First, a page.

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Chris Jackson/Getty Queen Elizabeth
According to reports, Prince Charles is set to replace the 96-year-old monarch as host of the multi-sport event, which kicks off July 28 in Birmingham. Many members of the royal family, including Prince Edward as vice-patron of the Commonwealth Games Federation, are expected to attend the Commonwealth Games, which see athletes from across the Commonwealth of Nations competing.
Buckingham Palace did not comment on the reports, but a source says that decisions about whether the Queen is attending haven't been made yet and will be announced closer to the event.
Hannah McKay/getty Prince Charles and Queen Elizabeth
In October, Queen Elizabeth teamed up with her son Prince Edward to officially launch the Queen's Baton Relay ahead of the XXII Commonwealth Games. The monarch passed the baton to Paralympian Kadeena Cox, who became the first baton bearer of the 294-day relay that will take the baton on a 90,000-mile journey to all 72 nations and territories of the Commonwealth before arriving in Birmingham.
The Commonwealth Games began in 1930 as the British Empire Games and have been held every four years (with the exception of 1942 and 1946) since. In 2022, 4,500 athletes from 72 and territories participate in the multi-sport event.
The baton relay was introduced at the 1958 British Empire and Commonwealth Games in Cardiff, Wales. Since then, the relay has extended greatly — at first, the journey only went through England and the host nation.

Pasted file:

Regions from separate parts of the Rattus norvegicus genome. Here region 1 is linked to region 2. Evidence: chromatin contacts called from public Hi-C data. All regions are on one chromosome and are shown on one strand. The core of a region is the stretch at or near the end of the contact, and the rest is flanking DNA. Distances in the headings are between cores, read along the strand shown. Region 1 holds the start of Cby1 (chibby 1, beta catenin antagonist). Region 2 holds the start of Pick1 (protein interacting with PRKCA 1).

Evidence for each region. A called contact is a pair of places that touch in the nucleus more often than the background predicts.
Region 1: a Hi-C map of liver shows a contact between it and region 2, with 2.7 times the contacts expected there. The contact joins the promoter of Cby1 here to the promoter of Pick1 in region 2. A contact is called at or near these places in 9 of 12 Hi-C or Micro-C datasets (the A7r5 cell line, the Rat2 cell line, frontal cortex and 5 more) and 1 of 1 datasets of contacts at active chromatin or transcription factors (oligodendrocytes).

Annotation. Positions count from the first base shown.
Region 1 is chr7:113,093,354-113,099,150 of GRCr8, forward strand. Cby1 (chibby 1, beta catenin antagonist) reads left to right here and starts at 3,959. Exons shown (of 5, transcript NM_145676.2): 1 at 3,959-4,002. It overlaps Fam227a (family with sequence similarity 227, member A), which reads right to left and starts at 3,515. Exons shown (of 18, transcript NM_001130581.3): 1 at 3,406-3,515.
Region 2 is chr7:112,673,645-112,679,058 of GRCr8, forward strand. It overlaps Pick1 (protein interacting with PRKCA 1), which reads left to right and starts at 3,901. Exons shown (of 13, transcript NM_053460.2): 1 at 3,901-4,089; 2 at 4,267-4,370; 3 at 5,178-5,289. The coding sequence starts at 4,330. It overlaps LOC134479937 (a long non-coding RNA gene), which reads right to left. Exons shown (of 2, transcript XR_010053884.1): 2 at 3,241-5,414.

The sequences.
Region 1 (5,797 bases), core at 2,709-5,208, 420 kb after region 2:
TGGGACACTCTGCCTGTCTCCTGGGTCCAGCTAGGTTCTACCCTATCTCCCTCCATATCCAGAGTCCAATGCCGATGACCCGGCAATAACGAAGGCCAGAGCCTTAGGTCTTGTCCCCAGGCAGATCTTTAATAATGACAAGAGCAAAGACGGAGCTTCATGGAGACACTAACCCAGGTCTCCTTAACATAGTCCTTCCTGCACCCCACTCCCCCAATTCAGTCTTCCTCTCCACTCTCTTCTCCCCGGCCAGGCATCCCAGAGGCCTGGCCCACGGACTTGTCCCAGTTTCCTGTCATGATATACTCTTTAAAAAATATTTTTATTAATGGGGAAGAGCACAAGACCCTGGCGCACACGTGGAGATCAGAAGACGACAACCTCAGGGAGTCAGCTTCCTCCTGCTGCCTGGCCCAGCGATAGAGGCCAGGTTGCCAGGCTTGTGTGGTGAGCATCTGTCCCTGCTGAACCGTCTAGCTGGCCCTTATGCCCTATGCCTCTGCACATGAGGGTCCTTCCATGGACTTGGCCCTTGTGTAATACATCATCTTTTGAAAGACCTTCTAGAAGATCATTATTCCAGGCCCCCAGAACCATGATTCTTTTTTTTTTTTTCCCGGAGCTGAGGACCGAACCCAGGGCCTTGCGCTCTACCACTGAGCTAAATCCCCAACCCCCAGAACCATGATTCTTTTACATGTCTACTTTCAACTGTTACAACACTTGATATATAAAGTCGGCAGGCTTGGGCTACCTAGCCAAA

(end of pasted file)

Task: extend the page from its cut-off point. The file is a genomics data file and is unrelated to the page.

The Queen, with The Earl of Wessex, launched The Queen’s Baton Relay for @Birminghamcg22 at Buckingham Palace today.
Containing Her Majesty’s message for The Commonwealth, the Baton will embark on a 294 day relay through The Commonwealth before arriving in Birmingham. pic.twitter.com/XT9mUMiJqr
— The Royal Family (@RoyalFamily) October 7, 2021
The Queen has been experiencing mobility issues in recent months and finds it difficult to stand for long periods. She has been using a walking cane and even complained about mobility problems, joking during an in-person meeting: "Well, as you can see, I can't move!"
After appearing on the Buckingham Palace balcony for Trooping the Colour last week, the palace announced that the monarch would not attend the following day's service of thanksgiving in her honor. She lit the Platinum Jubilee beacons on Thursday night, then did not step out in person again until the grand finale on Sunday, when she ended the Platinum Jubilee Pageant with a surprise appearance alongside her family on the palace balcony again.
"The Queen greatly enjoyed today's Birthday Parade and Flypast but did experience some discomfort," a spokesperson for Buckingham Palace said last week.
Her own high expectations for herself are a factor in keeping the Queen from taking part, says royal historian Robert Lacey in this week's issue of PEOPLE: "She would not want to stumble — not for her own sake but for the distress it would cause other people."
A source told PEOPLE that the Queen's episodic mobility issues flared during the course of the day on Thursday. She was pictured using her cane on the palace balcony as she took the salute and viewed the flypast alongside members of the royal family.
Kate Middleton gave a health update on the Queen on Friday. During a reception held at Guildhall by the former Lord Mayor, the Duchess of Cambridge, 40, told an attendee that the Queen was "fine" after a long day of Trooping the Colour.
"Yes, she [the Queen] was fine, it was just very tiring yesterday," Kate said, according to PA, adding that the monarch "had had a lovely, lovely time."